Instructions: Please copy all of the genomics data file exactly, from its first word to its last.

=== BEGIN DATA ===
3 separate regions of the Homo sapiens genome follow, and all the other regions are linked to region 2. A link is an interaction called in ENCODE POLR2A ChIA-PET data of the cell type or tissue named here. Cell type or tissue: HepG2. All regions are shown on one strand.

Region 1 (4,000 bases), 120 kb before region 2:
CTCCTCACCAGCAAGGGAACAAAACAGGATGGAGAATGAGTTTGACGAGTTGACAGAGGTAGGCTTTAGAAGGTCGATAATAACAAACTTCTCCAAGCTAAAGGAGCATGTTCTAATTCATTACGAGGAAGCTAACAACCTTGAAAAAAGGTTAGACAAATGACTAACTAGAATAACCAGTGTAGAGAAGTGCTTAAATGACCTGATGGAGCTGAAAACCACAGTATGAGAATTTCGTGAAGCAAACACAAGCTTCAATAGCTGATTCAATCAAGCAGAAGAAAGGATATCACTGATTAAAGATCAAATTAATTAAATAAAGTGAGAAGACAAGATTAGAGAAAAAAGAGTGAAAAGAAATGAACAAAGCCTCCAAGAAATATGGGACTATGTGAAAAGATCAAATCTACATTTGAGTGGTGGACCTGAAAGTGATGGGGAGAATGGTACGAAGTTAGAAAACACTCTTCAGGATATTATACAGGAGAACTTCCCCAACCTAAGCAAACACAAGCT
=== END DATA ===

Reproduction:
3 separate regions of the Homo sapiens genome follow, and all the other regions are linked to region 2. A link is an interaction called in ENCODE POLR2A ChIA-PET data of the cell type or tissue named here. Cell type or tissue: HepG2. All regions are shown on one strand.

Region 1 (4,000 bases), 120 kb before region 2:
CTCCTCACCAGCAAGGGAACAAAACAGGATGGAGAATGAGTTTGACGAGTTGACAGAGGTAGGCTTTAGAAGGTCGATAATAACAAACTTCTCCAAGCTAAAGGAGCATGTTCTAATTCATTACGAGGAAGCTAACAACCTTGAAAAAAGGTTAGACAAATGACTAACTAGAATAACCAGTGTAGAGAAGTGCTTAAATGACCTGATGGAGCTGAAAACCACAGTATGAGAATTTCGTGAAGCAAACACAAGCTTCAATAGCTGATTCAATCAAGCAGAAGAAAGGATATCACTGATTAAAGATCAAATTAATTAAATAAAGTGAGAAGACAAGATTAGAGAAAAAAGAGTGAAAAGAAATGAACAAAGCCTCCAAGAAATATGGGACTATGTGAAAAGATCAAATCTACATTTGAGTGGTGGACCTGAAAGTGATGGGGAGAATGGTACGAAGTTAGAAAACACTCTTCAGGATATTATACAGGAGAACTTCCCCAACCTAAGCAAACACAAGCT